• The “exitability” of the underlying companies, reflecting (i) company progress since investment, (ii) GP / financial shareholders control over a potential exit (for instance, a majority family-owned company where the family is against an exit does not represent much exit value in the transaction), (iii) market conditions in the companies’ industries, and (iv) position of the companies in their industries and their appeal to a trade buyer. Apart from one investee company which was highly likely to achieve the scheduled IPO given its standing in the market, IPO exits for the majority of the portfolio were dismissed.
  • Potential exit timing.
  • What incentives there were for the GP involved to achieve exits sooner rather than later.
  • The GP’s quality, standing in the market, need/wish to raise next fund and returns to date.

It should be noted that the general partners of the funds selected from the seller’s portfolio were extremely helpful in providing the additional information needed from them as well as in pre-approving us as the buyer should we be able to negotiate successfully with the seller. Some of these GPs put the consent to transfer on their board meeting agenda within a few weeks of Greenpark contacting them.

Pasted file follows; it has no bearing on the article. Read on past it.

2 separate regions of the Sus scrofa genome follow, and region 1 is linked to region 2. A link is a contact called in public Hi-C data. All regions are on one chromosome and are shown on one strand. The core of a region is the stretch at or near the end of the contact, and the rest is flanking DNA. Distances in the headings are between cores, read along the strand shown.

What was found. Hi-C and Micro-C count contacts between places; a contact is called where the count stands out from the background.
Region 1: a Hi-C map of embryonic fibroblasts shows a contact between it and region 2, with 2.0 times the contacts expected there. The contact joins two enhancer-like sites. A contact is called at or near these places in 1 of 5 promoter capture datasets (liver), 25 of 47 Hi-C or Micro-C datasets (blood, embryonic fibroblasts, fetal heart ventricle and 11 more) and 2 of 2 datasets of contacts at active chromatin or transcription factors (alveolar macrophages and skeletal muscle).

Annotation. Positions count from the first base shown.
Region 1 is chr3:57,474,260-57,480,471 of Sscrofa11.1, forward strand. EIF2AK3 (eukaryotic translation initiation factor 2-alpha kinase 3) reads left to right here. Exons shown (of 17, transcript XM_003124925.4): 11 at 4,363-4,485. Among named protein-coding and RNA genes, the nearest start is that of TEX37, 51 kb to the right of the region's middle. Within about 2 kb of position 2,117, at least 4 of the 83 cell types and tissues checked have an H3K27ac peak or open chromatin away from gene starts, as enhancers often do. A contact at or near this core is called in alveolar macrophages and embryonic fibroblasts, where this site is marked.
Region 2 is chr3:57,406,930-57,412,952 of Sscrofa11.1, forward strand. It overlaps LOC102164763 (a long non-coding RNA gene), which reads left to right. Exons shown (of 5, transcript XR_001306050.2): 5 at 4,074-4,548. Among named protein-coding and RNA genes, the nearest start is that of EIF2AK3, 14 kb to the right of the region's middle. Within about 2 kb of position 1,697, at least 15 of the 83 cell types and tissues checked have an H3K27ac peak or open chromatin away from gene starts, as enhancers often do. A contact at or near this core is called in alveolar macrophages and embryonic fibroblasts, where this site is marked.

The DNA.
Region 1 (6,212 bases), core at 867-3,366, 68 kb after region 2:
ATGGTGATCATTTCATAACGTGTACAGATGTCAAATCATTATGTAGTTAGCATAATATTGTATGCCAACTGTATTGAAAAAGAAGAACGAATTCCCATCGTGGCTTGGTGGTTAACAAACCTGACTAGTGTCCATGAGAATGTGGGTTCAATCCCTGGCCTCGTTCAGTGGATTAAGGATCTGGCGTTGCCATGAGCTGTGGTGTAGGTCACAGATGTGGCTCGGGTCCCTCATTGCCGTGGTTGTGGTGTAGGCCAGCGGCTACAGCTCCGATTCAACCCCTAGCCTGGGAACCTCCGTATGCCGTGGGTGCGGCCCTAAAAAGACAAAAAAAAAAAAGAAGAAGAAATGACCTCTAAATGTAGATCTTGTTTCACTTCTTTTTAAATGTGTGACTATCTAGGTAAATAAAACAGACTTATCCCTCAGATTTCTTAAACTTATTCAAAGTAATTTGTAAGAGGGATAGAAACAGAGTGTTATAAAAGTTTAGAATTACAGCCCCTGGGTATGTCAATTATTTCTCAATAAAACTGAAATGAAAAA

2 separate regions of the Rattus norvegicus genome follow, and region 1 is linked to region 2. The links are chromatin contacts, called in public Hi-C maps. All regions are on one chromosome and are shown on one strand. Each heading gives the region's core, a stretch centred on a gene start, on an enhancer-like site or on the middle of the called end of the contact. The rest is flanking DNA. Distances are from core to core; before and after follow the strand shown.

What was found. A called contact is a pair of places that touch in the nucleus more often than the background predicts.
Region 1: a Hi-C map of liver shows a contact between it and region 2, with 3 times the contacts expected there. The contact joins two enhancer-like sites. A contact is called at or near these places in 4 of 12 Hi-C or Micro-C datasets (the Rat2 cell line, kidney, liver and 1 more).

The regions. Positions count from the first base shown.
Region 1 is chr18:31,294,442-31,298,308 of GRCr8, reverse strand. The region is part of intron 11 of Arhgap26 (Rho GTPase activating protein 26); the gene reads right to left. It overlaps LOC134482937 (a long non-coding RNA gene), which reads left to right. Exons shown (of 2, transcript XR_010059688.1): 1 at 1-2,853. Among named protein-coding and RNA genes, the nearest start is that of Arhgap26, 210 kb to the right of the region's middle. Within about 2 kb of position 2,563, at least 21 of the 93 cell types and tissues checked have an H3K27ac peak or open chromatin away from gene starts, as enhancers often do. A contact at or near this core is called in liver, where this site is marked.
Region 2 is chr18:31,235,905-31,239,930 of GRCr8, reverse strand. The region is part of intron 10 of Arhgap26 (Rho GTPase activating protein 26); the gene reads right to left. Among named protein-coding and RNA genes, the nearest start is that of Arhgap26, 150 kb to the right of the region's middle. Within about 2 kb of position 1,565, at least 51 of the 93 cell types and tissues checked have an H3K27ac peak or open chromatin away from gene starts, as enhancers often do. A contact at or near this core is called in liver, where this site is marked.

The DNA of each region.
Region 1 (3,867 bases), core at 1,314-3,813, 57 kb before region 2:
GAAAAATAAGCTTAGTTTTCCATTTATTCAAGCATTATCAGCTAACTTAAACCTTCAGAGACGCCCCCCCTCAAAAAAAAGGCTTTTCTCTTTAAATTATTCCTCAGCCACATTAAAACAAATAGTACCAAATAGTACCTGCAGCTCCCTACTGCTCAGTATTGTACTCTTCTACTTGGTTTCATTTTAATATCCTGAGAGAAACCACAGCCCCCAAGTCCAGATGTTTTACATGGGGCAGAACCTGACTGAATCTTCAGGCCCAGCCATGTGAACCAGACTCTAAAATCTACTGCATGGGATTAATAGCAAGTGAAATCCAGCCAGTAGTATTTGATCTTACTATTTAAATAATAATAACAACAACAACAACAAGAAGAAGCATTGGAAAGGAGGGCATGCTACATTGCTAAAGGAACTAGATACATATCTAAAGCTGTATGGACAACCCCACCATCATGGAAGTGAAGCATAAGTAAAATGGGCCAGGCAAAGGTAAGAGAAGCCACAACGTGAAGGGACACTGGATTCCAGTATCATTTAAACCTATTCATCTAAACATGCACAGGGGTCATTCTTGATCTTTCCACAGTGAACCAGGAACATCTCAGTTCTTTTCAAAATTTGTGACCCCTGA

Negotiations

Secondaries transactions always involve not only negotiations with the seller, but also with the general partners involved, as fund documents generally provide that no transfer can take place without a) the general partner’s consent to the transfer as such and b) their agreement to the transfer documentation.

Seller negotiations
On Project NN, negotiations with the seller focused on the composition of the deal in the light of the seller’s requirements.

On the basis of the analysis undertaken by Greenpark, a significant number of the funds under review did not make it to the final portfolio for a variety of reasons. These included: fund strategy, expected fund performance, investee companies’ exit horizons, prices paid by the funds versus value today; and, for those funds which had quoted companies, the divergence between book valuation of the stock and its current stock market valuation. The end result was a portfolio of around one third of the funds reviewed, covering Europe and the U.S. The portfolio was very much buyout oriented, very diversified by vintage, industry and geography, making up the required deal size and allowing for a discount to book value that was acceptable to both the seller and the buyer.

As is usual, the gross purchase price was agreed as of a certain valuation date. Two major exits occurred during the negotiations post the agreed valuation date, and the proceeds of these exits were deducted from the agreed purchase price as they had already been distributed to the seller. All contributions made by the seller post the valuation date were added to the agreed purchase price.